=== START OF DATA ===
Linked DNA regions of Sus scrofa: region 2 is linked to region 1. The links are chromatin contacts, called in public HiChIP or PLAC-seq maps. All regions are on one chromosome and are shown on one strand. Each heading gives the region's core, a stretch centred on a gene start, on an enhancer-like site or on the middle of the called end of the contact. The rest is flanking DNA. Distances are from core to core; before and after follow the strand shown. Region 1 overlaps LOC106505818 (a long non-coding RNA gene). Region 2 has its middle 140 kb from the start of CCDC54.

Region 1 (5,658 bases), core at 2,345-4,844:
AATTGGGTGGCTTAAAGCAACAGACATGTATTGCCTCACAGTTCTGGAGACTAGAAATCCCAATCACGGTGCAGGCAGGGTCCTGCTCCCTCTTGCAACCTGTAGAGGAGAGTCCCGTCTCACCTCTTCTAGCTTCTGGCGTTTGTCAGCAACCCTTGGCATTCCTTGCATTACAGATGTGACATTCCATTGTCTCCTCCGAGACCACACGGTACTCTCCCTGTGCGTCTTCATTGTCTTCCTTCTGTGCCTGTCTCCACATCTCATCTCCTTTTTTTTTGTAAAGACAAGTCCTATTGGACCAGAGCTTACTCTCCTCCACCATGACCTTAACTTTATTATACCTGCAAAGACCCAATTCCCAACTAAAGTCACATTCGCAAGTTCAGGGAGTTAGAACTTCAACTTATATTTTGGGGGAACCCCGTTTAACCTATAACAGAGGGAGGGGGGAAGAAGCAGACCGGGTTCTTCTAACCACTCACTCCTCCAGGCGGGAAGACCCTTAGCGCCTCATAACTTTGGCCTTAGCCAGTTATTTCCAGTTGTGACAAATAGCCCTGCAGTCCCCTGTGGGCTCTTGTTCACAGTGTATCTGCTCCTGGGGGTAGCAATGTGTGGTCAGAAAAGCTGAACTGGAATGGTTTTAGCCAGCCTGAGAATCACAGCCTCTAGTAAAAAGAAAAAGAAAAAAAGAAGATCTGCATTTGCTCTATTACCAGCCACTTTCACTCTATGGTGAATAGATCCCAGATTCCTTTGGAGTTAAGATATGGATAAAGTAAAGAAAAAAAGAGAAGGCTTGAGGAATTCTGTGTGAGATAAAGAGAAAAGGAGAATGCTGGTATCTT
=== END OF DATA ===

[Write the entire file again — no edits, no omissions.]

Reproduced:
Linked DNA regions of Sus scrofa: region 2 is linked to region 1. The links are chromatin contacts, called in public HiChIP or PLAC-seq maps. All regions are on one chromosome and are shown on one strand. Each heading gives the region's core, a stretch centred on a gene start, on an enhancer-like site or on the middle of the called end of the contact. The rest is flanking DNA. Distances are from core to core; before and after follow the strand shown. Region 1 overlaps LOC106505818 (a long non-coding RNA gene). Region 2 has its middle 140 kb from the start of CCDC54.

Region 1 (5,658 bases), core at 2,345-4,844:
AATTGGGTGGCTTAAAGCAACAGACATGTATTGCCTCACAGTTCTGGAGACTAGAAATCCCAATCACGGTGCAGGCAGGGTCCTGCTCCCTCTTGCAACCTGTAGAGGAGAGTCCCGTCTCACCTCTTCTAGCTTCTGGCGTTTGTCAGCAACCCTTGGCATTCCTTGCATTACAGATGTGACATTCCATTGTCTCCTCCGAGACCACACGGTACTCTCCCTGTGCGTCTTCATTGTCTTCCTTCTGTGCCTGTCTCCACATCTCATCTCCTTTTTTTTTGTAAAGACAAGTCCTATTGGACCAGAGCTTACTCTCCTCCACCATGACCTTAACTTTATTATACCTGCAAAGACCCAATTCCCAACTAAAGTCACATTCGCAAGTTCAGGGAGTTAGAACTTCAACTTATATTTTGGGGGAACCCCGTTTAACCTATAACAGAGGGAGGGGGGAAGAAGCAGACCGGGTTCTTCTAACCACTCACTCCTCCAGGCGGGAAGACCCTTAGCGCCTCATAACTTTGGCCTTAGCCAGTTATTTCCAGTTGTGACAAATAGCCCTGCAGTCCCCTGTGGGCTCTTGTTCACAGTGTATCTGCTCCTGGGGGTAGCAATGTGTGGTCAGAAAAGCTGAACTGGAATGGTTTTAGCCAGCCTGAGAATCACAGCCTCTAGTAAAAAGAAAAAGAAAAAAAGAAGATCTGCATTTGCTCTATTACCAGCCACTTTCACTCTATGGTGAATAGATCCCAGATTCCTTTGGAGTTAAGATATGGATAAAGTAAAGAAAAAAAGAGAAGGCTTGAGGAATTCTGTGTGAGATAAAGAGAAAAGGAGAATGCTGGTATCTT